Time Warner’s Turner Broadcasting is about to accelerate the effort by traditional media companies to offer subscription streaming services for their content.
“Before the end of this year we’ll have at least a couple of direct-to-consumer products in the marketplace,” Turner CEO John Martin said today at a luncheon with reporters.
He wouldn’t specify what Turner will offer but said they “could be at our existing networks” and might be “brand extensions for passions where people might be willing to pay us.”
Turner President David Levy added that the company will “try to capture” the so-called cord-nevers — people, especially young adults, who don’t want to pay a high monthly rate to receive a lot of channels they don’t watch.
That could make it similar to services such as CBS All Access and Hulu.
Martin says the planned offerings are among the changes that make this “a new day at Turner.”
In addition, several “big, well-capitalized companies” — in the U.S. and abroad — “seem very serious” about creating online video services that might include Turner’s networks.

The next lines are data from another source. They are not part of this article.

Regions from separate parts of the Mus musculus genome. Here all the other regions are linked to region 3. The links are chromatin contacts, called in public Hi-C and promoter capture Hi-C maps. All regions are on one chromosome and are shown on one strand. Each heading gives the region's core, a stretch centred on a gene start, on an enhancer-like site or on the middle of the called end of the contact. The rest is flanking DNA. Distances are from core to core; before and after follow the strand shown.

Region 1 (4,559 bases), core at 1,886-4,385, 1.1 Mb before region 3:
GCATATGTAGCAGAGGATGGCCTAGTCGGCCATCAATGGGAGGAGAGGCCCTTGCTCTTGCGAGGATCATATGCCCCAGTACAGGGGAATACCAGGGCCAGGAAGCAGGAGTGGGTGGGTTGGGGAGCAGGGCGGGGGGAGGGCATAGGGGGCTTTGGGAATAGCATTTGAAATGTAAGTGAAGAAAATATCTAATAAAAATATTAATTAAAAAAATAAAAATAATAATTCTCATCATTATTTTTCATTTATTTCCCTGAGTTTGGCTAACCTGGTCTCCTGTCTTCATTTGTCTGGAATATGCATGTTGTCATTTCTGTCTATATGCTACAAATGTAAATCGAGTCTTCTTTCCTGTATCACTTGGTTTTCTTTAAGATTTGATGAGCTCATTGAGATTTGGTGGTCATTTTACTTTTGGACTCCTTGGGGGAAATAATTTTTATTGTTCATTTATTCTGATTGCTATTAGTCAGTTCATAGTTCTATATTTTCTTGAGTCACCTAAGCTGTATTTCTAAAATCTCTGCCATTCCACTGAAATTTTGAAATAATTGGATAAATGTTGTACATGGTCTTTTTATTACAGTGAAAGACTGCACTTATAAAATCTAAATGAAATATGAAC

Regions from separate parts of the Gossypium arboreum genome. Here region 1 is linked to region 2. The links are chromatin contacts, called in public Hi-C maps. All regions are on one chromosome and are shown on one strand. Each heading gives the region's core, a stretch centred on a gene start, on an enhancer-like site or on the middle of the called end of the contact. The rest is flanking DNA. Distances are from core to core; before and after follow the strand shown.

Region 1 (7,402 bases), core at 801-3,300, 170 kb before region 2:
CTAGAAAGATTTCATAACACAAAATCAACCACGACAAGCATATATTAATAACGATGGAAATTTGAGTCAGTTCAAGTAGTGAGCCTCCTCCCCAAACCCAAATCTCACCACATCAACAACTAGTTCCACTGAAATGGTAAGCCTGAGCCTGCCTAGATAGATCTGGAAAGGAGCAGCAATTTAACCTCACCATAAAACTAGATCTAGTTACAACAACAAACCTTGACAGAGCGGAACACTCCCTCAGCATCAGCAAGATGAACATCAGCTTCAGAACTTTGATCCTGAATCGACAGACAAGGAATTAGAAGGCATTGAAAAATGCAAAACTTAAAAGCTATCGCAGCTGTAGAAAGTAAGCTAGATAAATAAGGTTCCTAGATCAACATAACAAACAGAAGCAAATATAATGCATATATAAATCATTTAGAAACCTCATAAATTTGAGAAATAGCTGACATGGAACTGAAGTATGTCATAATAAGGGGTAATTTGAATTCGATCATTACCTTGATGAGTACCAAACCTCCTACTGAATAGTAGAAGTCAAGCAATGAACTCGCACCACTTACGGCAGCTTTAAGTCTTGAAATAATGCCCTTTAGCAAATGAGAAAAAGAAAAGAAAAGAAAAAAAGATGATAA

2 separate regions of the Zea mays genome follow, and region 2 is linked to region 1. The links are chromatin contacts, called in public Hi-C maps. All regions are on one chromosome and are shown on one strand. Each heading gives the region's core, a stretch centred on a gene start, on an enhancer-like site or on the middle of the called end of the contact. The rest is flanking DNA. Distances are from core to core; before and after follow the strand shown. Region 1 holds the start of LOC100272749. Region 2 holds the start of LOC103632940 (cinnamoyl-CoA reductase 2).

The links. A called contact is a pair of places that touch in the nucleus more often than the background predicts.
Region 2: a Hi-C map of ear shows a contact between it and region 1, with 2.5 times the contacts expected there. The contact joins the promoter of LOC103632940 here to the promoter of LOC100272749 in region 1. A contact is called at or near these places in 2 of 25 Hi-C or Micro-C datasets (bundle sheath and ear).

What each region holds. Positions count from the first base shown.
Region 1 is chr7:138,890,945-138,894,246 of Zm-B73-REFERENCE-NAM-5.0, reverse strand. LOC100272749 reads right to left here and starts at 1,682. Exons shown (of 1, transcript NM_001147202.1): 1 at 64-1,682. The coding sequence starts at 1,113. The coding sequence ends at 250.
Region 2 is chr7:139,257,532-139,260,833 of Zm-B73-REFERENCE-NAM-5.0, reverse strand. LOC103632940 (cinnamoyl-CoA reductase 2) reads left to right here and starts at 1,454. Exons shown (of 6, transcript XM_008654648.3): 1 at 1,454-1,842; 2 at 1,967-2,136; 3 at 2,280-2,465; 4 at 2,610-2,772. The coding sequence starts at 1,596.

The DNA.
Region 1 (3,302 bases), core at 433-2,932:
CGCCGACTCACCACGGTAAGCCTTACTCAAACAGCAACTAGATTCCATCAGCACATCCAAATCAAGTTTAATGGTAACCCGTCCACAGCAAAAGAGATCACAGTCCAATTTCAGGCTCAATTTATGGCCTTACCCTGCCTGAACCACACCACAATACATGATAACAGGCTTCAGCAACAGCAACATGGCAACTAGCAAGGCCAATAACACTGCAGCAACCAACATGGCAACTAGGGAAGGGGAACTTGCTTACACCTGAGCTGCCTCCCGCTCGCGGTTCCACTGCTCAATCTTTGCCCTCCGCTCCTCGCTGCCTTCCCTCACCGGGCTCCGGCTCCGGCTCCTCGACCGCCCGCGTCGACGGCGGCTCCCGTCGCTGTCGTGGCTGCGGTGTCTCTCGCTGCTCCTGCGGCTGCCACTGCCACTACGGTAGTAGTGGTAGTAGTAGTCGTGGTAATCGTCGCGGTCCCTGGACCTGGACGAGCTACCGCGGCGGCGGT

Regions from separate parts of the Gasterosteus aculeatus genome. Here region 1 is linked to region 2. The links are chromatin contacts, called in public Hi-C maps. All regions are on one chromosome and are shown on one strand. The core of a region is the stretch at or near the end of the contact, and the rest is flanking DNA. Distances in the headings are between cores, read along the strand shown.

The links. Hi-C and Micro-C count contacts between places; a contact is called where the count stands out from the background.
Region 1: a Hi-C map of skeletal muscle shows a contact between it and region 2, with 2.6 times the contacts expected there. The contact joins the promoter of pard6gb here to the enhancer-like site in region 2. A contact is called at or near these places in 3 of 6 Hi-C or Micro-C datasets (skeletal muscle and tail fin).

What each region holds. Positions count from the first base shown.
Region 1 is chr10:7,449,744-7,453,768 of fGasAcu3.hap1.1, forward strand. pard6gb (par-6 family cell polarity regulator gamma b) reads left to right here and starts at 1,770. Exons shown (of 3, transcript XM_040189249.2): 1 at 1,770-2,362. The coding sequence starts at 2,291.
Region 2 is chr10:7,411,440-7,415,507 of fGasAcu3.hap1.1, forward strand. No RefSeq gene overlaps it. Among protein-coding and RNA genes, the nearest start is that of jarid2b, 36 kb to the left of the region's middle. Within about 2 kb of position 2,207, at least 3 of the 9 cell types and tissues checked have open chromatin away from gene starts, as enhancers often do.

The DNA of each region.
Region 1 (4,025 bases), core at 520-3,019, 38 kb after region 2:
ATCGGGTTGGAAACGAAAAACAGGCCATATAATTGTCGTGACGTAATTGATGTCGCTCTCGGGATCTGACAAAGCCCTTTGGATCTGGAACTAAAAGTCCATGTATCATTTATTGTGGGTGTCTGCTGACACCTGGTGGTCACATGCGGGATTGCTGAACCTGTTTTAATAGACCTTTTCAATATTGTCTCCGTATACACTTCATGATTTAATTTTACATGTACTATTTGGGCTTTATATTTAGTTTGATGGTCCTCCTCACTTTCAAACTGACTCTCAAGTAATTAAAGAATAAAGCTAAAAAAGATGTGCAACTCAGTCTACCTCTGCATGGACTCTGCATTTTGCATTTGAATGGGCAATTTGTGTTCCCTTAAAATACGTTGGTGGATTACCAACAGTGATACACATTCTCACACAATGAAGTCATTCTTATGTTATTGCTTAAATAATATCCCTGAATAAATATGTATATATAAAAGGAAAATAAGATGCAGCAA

If alternatives emerge to the traditional cable and satellite packages, then “we’re going to have very strong participation,” he said — adding that his current carriage deals leave him with “flexibility to sign with any distributor.”
Existing distributors might even lead the drive toward online pay TV services similar to Dish Network’s Sling TV and Sony’s PlayStation Vue.
“The first big one that comes in is going to spark innovation,” Martin said.
Meanwhile, the Turner chief remains upbeat about his bread-and-butter offerings on cable and satellite. “We’re going to buck the trend, or buck the feat that Wall Street has, that this is a revenue-constrained business.”
Execs say that they expect strong ad sales in the forthcoming upfront market. Martin also says that subscription revenues from current distributors will “accelerate meaningfully” beginning in the current quarter.